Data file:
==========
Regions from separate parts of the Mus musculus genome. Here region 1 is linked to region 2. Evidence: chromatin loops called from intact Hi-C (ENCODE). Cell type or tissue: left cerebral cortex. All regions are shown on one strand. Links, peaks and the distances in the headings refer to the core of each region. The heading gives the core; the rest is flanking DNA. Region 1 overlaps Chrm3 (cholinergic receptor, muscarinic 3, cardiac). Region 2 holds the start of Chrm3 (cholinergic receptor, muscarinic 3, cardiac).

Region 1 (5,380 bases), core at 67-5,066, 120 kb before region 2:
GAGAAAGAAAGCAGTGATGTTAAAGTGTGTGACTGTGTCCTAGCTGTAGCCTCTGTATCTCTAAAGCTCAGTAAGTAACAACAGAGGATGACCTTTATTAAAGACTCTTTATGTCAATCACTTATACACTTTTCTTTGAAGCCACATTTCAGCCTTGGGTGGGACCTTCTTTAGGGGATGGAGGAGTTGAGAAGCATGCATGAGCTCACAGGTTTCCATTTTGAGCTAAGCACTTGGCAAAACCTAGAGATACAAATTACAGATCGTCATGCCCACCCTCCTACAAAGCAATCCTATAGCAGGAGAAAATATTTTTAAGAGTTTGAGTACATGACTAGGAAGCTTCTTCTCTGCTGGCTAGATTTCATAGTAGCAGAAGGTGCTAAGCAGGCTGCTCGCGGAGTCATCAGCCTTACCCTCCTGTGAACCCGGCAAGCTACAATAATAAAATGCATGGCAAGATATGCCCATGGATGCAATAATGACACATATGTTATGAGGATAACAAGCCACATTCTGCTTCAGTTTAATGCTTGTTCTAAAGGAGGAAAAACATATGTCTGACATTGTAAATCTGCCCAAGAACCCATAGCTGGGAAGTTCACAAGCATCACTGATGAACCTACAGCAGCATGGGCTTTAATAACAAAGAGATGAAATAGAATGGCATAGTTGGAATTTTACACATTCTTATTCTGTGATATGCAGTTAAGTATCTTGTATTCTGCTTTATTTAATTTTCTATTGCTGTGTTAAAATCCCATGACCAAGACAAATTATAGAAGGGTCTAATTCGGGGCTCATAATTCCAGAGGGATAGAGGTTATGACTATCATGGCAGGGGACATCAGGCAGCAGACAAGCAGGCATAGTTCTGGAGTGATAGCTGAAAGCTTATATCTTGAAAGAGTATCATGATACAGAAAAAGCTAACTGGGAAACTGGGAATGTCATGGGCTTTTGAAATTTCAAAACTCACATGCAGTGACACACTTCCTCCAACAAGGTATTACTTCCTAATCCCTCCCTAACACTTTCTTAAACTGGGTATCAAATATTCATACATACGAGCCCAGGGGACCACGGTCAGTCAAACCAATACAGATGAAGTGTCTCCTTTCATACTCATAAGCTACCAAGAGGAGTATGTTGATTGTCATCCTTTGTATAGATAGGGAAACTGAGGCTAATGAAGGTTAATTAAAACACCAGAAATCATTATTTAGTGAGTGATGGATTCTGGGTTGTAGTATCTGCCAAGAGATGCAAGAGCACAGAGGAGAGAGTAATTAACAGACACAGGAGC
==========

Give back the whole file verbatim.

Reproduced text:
Regions from separate parts of the Mus musculus genome. Here region 1 is linked to region 2. Evidence: chromatin loops called from intact Hi-C (ENCODE). Cell type or tissue: left cerebral cortex. All regions are shown on one strand. Links, peaks and the distances in the headings refer to the core of each region. The heading gives the core; the rest is flanking DNA. Region 1 overlaps Chrm3 (cholinergic receptor, muscarinic 3, cardiac). Region 2 holds the start of Chrm3 (cholinergic receptor, muscarinic 3, cardiac).

Region 1 (5,380 bases), core at 67-5,066, 120 kb before region 2:
GAGAAAGAAAGCAGTGATGTTAAAGTGTGTGACTGTGTCCTAGCTGTAGCCTCTGTATCTCTAAAGCTCAGTAAGTAACAACAGAGGATGACCTTTATTAAAGACTCTTTATGTCAATCACTTATACACTTTTCTTTGAAGCCACATTTCAGCCTTGGGTGGGACCTTCTTTAGGGGATGGAGGAGTTGAGAAGCATGCATGAGCTCACAGGTTTCCATTTTGAGCTAAGCACTTGGCAAAACCTAGAGATACAAATTACAGATCGTCATGCCCACCCTCCTACAAAGCAATCCTATAGCAGGAGAAAATATTTTTAAGAGTTTGAGTACATGACTAGGAAGCTTCTTCTCTGCTGGCTAGATTTCATAGTAGCAGAAGGTGCTAAGCAGGCTGCTCGCGGAGTCATCAGCCTTACCCTCCTGTGAACCCGGCAAGCTACAATAATAAAATGCATGGCAAGATATGCCCATGGATGCAATAATGACACATATGTTATGAGGATAACAAGCCACATTCTGCTTCAGTTTAATGCTTGTTCTAAAGGAGGAAAAACATATGTCTGACATTGTAAATCTGCCCAAGAACCCATAGCTGGGAAGTTCACAAGCATCACTGATGAACCTACAGCAGCATGGGCTTTAATAACAAAGAGATGAAATAGAATGGCATAGTTGGAATTTTACACATTCTTATTCTGTGATATGCAGTTAAGTATCTTGTATTCTGCTTTATTTAATTTTCTATTGCTGTGTTAAAATCCCATGACCAAGACAAATTATAGAAGGGTCTAATTCGGGGCTCATAATTCCAGAGGGATAGAGGTTATGACTATCATGGCAGGGGACATCAGGCAGCAGACAAGCAGGCATAGTTCTGGAGTGATAGCTGAAAGCTTATATCTTGAAAGAGTATCATGATACAGAAAAAGCTAACTGGGAAACTGGGAATGTCATGGGCTTTTGAAATTTCAAAACTCACATGCAGTGACACACTTCCTCCAACAAGGTATTACTTCCTAATCCCTCCCTAACACTTTCTTAAACTGGGTATCAAATATTCATACATACGAGCCCAGGGGACCACGGTCAGTCAAACCAATACAGATGAAGTGTCTCCTTTCATACTCATAAGCTACCAAGAGGAGTATGTTGATTGTCATCCTTTGTATAGATAGGGAAACTGAGGCTAATGAAGGTTAATTAAAACACCAGAAATCATTATTTAGTGAGTGATGGATTCTGGGTTGTAGTATCTGCCAAGAGATGCAAGAGCACAGAGGAGAGAGTAATTAACAGACACAGGAGC